90. There are two questions to be determined in this appeal:
(1) What is the proper construction of the choice of court provision in the Guarantees read with the Transfer Agreements?
(2) If, properly construed, the choice of courts provision confers jurisdiction on the DIFC Courts, whether exclusively or on all relevant Dubai courts, is it effective to enliven the jurisdiction of the DIFC CFI pursuant to Article 5(A)(2)?
91. The cases point to a default position in which the DIFC CFI is included within the terminology “the courts of Dubai” along with the onshore courts.
92. The Guarantees were originally entered into between the Appellants and Credit Suisse AG, a “DIFC Establishment” within the meaning of the JAL. By reason of that fact, the CFI had exclusive jurisdiction by operation of Article 5(A)(1)(a) of the JAL in relation to disputes arising under the agreement. There is nothing to suggest that by the use of the term “the courts of Dubai”, used in the Guarantees at the time of their execution, the parties intended to opt out of the jurisdiction of the CFI, albeit they may be taken to have ‘opted in’ to the jurisdiction of the onshore courts as well.
93. The construction of the term “courts of Dubai” did not change by reason of the transfer. That conclusion is reinforced by the words of clause 7 of the Guarantee Transfer Agreements:
“… any dispute or claim (including any non-contractual dispute or claim) arising out of or in connection with the agreement which relates to any provision of the guarantee (as transferred and amended) shall be subject to the same enforcement provisions as referred to in the guarantee.”
94. The transfer from Credit Suisse AG to the Respondent had the effect that the Guarantees read with the Guarantee Transfer Agreements no longer enlivened the exclusive jurisdiction conferred upon the DIFC CFI by Article 5(A)(1)(a). However, to say that does not say that as a matter of construction the parties had abandoned their judicial horse. The term “courts of Dubai” in the Guarantees should still be taken to refer, as they did from the outset, to the DIFC CFI and to the other Dubai courts.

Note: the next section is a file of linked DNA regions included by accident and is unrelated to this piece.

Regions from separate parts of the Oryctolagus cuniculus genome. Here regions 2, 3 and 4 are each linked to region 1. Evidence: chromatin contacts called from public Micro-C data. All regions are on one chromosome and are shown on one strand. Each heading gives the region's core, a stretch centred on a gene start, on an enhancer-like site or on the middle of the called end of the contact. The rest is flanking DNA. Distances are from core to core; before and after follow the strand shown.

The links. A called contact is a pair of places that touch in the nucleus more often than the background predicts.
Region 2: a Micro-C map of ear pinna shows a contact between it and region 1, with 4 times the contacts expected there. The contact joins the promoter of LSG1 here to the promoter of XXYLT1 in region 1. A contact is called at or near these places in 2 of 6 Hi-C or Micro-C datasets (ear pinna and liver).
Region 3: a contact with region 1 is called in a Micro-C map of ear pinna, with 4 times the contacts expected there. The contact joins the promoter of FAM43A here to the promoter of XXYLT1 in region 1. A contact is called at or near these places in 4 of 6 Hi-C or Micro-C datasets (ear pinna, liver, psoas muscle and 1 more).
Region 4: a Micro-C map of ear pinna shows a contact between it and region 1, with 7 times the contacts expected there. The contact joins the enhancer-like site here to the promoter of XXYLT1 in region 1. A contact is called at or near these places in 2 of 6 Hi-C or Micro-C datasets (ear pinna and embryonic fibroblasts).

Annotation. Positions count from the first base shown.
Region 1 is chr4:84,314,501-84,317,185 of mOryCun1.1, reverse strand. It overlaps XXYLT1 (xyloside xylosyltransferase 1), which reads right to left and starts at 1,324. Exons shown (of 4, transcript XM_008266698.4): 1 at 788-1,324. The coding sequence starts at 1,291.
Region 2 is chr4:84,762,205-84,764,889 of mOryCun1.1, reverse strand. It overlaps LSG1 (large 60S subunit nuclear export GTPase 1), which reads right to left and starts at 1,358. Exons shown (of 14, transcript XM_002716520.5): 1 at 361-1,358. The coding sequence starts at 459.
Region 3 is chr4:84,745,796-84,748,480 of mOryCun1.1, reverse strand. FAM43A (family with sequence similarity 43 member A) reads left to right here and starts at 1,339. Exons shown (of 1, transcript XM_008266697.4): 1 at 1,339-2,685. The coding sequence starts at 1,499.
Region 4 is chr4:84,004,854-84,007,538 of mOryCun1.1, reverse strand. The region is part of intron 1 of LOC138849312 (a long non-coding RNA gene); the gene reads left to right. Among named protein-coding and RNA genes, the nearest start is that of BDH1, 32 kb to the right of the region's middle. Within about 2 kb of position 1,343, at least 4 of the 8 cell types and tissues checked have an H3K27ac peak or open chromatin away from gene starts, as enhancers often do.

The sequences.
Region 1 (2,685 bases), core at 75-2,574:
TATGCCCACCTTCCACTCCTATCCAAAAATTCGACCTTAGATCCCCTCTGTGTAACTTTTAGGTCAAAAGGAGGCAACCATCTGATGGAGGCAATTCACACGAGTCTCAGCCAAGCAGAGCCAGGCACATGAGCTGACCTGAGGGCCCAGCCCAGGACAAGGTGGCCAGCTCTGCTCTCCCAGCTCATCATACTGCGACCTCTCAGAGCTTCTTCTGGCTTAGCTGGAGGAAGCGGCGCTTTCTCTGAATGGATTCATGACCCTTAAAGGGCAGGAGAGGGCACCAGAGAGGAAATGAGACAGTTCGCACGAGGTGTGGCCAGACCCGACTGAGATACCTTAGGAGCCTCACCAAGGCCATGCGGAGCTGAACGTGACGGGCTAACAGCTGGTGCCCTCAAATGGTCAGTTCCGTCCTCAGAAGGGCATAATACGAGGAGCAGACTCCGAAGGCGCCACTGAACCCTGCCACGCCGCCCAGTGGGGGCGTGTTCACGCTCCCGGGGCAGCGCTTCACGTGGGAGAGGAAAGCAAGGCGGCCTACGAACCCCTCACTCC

95. There is no proper basis to reinterpret the term following the Transfer Agreement as excluding the DIFC CFI courts. The question remains whether the use of the term “the courts of Dubai” is sufficient to enliven the jurisdiction conferred by Article 5(A)(2). The argument against that conclusion is that the provision in which it appears is not “specific, clear and express” as required by Article 5(A)(2).
96. Once it is accepted as a matter of contractual construction that the parties had intended to agree that the DIFC CFI should continue to be a repository of jurisdiction over their disputes, it would be a triumph of form over substance to hold that they failed because they did not use the term “DIFC Courts”.
97. This is not a case in which, as the Appellant contended, the red flag of constructional choice is raised. Initial construction of the term in the Guarantees, read in the context of Article 5(A)(1) was clear. There is nothing to suggest that it changed because another party was substituted for the DIFC Establishment.